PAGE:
What this tells me, is that Teradata, can brings advances in hardware quickly to the marketplace. Infiniband will make make an important difference. For example, for very large dimension tables, that I have decided against replicating, joins will run much faster. Also I expect positive impact on Backups. In my previous environment, it took us about 8 hours for a full backup of 30 TB or so. Certainly the parallel nature of their backup software could soak-up all the bandwidth on a 10GB connection, so we had to throttle it back.  On the RAID choices, I absolutely concur with the RAID 5 choice. If I was building my own 30 node cluster again I wouldn't have it any other way. While the replication capabilities in Aster protects me against at least any single node failure, a disk failure, will bring that node out of the cluster, until the disk is replaced and the node is rebuilt and brought back online. When you have 30+ servers each with 8 drives (240+ disk drives) the most common failure will be the disk drive. With RAID 5, you can replace the drive, without any impact on the cluster at all, and you still have the replication capabilities to protect yourself from multiple failures.

I also like the option of being able to have an Hadoop cluster tightly integrated as part of my configuration. For example if I have to store a lot of 'grey data' e.g. log/audit files etc for compliance reasons,  I can leverage a lower cost of storage and still do batch transformations and analysis as required. Bring a working set of data (last year for example) for deeper analytics. With the transparent capabilities of SQL-H, I can extend those analytics into my Hadoop environment as required.

Of course purchasing an appliance, is a more expensive route than procuring it, building and configuring it all yourself. However, most enterprise are not hobbyists, and building this sort of infrastructure, is not their core competence nor is is bringing value to their business. They should be focused on the Time to Value and with the Teradata Aster Big Analytics appliance the time to value will be quick, as everything, is prebuilt, configured, tested and ready to go, to accept data and start performing analytics on it.  As I talk to customers across Europe this message is being well received when you talk through the details.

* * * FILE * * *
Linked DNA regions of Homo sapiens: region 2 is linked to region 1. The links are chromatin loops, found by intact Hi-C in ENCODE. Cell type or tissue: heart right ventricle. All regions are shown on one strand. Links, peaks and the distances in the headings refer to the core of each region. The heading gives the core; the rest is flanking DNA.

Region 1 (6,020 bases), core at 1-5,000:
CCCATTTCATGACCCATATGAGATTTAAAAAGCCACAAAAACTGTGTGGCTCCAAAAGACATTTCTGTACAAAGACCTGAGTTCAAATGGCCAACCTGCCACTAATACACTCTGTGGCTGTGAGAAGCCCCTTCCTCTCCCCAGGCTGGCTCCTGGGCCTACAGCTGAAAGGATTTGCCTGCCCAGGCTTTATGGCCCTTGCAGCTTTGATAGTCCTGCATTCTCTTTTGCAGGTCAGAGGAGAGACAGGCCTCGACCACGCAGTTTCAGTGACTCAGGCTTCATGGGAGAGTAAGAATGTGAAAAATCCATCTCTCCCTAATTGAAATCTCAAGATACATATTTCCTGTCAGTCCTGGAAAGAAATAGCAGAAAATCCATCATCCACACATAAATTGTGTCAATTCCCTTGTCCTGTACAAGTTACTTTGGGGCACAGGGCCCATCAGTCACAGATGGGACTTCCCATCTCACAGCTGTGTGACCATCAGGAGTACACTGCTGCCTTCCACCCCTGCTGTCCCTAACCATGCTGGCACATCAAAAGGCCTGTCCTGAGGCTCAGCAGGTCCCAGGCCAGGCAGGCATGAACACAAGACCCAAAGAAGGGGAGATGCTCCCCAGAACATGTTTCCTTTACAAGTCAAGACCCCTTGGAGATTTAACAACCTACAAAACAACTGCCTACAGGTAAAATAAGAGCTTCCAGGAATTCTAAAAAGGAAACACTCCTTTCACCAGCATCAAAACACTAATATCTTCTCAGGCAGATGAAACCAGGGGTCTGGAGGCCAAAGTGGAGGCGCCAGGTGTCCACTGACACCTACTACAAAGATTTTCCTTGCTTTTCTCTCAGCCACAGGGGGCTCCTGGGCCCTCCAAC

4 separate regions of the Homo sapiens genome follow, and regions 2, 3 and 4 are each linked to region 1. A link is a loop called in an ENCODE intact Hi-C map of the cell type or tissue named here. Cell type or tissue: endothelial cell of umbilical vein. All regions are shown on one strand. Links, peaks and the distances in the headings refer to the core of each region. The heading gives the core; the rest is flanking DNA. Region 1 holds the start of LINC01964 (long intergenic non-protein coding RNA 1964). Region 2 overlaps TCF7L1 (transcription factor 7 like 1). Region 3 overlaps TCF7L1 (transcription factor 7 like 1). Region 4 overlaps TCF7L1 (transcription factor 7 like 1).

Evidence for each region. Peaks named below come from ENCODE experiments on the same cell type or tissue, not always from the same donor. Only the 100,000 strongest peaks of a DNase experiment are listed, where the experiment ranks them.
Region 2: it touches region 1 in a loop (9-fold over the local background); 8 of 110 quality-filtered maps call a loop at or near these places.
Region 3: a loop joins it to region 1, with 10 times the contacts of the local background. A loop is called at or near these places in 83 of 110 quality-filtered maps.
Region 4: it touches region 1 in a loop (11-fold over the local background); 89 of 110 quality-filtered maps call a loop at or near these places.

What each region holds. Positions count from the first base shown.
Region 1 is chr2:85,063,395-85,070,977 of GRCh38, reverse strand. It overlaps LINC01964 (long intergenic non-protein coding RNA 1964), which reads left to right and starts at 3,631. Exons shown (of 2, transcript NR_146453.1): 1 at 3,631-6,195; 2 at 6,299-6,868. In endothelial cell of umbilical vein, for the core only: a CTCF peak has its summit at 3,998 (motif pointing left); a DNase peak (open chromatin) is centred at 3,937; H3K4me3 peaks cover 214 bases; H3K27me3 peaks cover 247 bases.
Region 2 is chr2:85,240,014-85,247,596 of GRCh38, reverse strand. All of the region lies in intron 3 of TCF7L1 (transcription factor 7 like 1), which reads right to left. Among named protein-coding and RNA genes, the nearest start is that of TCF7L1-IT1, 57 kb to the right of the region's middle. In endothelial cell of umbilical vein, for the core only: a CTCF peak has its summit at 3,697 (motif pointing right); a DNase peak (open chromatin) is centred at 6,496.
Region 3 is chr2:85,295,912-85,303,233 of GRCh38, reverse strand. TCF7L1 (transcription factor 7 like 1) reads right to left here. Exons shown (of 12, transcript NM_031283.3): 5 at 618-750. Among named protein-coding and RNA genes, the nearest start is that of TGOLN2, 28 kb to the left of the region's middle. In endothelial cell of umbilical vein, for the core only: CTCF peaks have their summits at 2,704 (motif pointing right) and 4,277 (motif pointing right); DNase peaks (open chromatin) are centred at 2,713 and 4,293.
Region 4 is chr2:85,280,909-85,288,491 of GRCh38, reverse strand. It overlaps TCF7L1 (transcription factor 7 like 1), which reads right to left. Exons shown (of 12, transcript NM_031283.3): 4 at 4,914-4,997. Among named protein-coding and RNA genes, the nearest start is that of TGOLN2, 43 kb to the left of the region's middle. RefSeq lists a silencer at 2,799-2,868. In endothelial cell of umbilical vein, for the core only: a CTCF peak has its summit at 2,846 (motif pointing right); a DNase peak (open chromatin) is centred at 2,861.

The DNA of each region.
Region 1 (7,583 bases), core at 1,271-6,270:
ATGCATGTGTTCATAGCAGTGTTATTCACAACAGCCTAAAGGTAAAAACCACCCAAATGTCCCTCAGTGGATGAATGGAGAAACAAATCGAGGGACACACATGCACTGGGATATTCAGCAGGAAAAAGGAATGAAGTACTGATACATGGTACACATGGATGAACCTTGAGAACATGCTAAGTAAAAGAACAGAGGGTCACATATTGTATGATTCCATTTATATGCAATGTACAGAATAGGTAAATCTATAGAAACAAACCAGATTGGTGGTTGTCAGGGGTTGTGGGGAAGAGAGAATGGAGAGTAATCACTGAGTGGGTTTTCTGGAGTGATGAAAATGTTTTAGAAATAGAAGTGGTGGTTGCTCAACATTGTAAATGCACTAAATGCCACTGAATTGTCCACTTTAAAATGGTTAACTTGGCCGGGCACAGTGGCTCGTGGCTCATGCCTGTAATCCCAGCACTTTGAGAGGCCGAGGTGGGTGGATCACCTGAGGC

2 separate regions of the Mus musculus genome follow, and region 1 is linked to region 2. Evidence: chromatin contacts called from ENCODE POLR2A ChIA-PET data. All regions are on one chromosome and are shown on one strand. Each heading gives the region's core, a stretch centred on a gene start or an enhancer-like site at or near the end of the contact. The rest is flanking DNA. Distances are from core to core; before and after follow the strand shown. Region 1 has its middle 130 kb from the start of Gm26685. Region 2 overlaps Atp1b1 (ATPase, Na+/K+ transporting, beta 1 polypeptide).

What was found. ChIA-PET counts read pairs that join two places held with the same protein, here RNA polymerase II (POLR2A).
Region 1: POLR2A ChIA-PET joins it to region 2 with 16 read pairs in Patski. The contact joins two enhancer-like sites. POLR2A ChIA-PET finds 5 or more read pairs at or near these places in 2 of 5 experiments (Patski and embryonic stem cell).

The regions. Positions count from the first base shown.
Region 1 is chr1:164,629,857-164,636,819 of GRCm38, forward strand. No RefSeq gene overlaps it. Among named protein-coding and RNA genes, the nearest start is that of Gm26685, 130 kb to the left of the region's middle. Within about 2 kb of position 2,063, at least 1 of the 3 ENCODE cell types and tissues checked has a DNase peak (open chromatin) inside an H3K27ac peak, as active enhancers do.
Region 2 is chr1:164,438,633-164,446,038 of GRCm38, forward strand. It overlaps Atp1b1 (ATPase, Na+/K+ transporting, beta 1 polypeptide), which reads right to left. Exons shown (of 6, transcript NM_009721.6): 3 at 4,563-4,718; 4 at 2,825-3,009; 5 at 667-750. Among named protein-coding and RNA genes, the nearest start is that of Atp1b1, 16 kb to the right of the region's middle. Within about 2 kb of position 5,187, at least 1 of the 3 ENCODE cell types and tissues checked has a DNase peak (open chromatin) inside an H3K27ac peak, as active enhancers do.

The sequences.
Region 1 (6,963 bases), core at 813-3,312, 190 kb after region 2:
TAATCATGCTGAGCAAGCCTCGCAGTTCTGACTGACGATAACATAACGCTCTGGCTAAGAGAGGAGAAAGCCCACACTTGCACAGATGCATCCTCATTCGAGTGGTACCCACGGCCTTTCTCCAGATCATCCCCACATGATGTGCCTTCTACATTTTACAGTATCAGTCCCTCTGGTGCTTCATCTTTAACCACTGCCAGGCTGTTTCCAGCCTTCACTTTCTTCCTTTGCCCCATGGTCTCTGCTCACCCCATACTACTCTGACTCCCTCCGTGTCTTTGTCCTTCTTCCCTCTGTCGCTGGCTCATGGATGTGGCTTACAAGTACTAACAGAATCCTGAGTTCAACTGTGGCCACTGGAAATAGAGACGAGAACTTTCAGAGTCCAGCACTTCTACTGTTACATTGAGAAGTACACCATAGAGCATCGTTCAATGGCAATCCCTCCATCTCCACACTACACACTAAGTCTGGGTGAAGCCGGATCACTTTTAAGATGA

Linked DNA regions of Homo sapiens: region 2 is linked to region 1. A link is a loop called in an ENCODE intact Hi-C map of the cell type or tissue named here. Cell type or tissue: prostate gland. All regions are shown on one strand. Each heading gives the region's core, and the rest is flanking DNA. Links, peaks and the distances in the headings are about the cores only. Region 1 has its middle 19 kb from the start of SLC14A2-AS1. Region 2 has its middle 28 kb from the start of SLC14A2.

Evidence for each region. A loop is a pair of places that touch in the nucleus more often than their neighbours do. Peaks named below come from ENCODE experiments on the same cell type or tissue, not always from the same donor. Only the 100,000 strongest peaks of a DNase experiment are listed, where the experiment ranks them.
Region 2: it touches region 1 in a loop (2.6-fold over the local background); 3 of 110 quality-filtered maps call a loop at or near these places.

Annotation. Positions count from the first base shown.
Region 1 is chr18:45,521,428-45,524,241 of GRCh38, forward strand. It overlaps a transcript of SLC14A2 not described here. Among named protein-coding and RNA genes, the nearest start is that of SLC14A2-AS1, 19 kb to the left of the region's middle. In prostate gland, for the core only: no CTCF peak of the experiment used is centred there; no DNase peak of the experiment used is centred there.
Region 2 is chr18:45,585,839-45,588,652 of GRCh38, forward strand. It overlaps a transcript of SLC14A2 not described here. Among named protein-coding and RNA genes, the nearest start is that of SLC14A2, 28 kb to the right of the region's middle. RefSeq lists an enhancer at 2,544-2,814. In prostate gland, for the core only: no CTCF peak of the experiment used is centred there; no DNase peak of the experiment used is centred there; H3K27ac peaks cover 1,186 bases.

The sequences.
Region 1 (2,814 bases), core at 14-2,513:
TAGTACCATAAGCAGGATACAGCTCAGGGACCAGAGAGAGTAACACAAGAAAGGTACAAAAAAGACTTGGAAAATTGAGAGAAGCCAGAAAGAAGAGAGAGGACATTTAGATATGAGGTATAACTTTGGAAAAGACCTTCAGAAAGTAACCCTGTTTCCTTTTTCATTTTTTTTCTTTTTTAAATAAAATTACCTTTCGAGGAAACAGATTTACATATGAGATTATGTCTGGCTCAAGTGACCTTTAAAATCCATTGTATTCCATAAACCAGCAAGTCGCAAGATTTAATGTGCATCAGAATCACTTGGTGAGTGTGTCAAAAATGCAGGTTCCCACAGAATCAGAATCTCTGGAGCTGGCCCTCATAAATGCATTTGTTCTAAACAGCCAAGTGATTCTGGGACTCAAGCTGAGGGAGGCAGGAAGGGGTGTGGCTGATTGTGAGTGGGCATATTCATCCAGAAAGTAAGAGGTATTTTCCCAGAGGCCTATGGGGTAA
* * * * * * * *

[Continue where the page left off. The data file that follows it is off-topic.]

I'll leave you with this thought, one aspect of big data that I don't hear enough of is Value. To me, the dimension of Volume, Variety, Velocity and Complexity are not very interesting if you are not providing value by means of actionable insights. I believe every enterprise customer needs a discovery platform capable of executing the analytics that can provide them an important competitive edge over their competition. This platform should have the capability to handle structured as well as multi-structured data. It should provide a choice of analytics, whether they be SQL based, MapReduce or statistical functions. It should provide a host of prebuilt functions to enable rapid progress. It should be a platform that can appeal to power users in the business, by having a SQL interface and that will work with their existing visualisation tools to our most sophisticated data scientists, by providing them a rich environment to develop their own custom functions as necessary, while enabling them to benefit both from the power of SQL and Map Reduce to build out these new capabilities. In summary that is why I am so excited to be talking with customers and prospects about Teradata Aster Big Analytics Appliance.


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Are you aware of any other websites on this subject.

Isaac E Wright Wright said...

This post is probably where I got the most useful information for my research. Thanks for posting, maybe we can see more on this.
Are you aware of any other websites on this subject.